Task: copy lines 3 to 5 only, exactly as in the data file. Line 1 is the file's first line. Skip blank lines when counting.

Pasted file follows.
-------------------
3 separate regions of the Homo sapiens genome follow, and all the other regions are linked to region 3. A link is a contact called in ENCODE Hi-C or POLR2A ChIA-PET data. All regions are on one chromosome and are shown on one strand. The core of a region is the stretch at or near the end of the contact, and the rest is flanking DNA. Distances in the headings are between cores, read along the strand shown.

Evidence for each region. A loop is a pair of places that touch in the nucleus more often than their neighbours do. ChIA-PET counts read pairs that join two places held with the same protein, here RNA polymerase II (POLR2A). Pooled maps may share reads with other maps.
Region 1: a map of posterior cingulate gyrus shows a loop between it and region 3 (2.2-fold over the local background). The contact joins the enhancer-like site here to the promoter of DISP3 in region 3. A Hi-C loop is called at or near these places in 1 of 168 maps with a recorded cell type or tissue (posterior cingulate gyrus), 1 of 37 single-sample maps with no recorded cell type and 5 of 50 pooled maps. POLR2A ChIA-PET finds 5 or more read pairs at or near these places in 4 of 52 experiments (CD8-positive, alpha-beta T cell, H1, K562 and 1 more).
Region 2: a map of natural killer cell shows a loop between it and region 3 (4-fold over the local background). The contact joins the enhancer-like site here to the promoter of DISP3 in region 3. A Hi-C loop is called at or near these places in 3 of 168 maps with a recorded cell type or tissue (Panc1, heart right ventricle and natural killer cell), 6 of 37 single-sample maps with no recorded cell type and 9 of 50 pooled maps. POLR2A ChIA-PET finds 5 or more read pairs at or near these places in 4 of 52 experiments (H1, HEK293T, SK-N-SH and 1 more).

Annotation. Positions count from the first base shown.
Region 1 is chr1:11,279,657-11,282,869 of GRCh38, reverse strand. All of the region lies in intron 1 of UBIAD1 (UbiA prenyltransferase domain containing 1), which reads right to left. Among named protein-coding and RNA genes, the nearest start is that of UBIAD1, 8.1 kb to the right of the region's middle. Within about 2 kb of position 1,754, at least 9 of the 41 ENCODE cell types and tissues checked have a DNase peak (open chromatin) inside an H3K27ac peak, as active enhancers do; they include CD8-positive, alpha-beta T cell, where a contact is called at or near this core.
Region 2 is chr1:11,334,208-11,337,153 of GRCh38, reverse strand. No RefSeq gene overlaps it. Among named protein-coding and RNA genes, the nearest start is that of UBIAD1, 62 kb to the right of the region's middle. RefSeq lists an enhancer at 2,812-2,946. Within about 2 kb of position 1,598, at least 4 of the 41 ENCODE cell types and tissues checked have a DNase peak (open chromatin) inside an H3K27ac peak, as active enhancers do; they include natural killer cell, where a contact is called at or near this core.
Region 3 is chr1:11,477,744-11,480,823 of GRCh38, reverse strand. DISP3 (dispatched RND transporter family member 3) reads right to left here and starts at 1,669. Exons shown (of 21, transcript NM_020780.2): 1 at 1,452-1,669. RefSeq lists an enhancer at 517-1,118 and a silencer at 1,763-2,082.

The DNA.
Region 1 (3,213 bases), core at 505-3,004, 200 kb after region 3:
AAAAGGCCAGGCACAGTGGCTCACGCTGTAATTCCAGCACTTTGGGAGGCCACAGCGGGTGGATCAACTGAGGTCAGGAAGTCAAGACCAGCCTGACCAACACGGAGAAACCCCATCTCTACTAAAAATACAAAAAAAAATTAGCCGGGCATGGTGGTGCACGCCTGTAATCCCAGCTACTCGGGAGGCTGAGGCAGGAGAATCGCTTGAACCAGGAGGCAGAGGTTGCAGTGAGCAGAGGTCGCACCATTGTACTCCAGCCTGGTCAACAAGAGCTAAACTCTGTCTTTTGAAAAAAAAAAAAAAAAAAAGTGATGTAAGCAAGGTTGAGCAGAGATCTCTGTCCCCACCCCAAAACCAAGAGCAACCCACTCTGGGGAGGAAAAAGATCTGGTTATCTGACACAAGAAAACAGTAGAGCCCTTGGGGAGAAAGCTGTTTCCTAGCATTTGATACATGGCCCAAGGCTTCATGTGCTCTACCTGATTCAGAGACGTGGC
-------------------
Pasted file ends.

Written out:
Region 1: a map of posterior cingulate gyrus shows a loop between it and region 3 (2.2-fold over the local background). The contact joins the enhancer-like site here to the promoter of DISP3 in region 3. A Hi-C loop is called at or near these places in 1 of 168 maps with a recorded cell type or tissue (posterior cingulate gyrus), 1 of 37 single-sample maps with no recorded cell type and 5 of 50 pooled maps. POLR2A ChIA-PET finds 5 or more read pairs at or near these places in 4 of 52 experiments (CD8-positive, alpha-beta T cell, H1, K562 and 1 more).
Region 2: a map of natural killer cell shows a loop between it and region 3 (4-fold over the local background). The contact joins the enhancer-like site here to the promoter of DISP3 in region 3. A Hi-C loop is called at or near these places in 3 of 168 maps with a recorded cell type or tissue (Panc1, heart right ventricle and natural killer cell), 6 of 37 single-sample maps with no recorded cell type and 9 of 50 pooled maps. POLR2A ChIA-PET finds 5 or more read pairs at or near these places in 4 of 52 experiments (H1, HEK293T, SK-N-SH and 1 more).

Annotation. Positions count from the first base shown.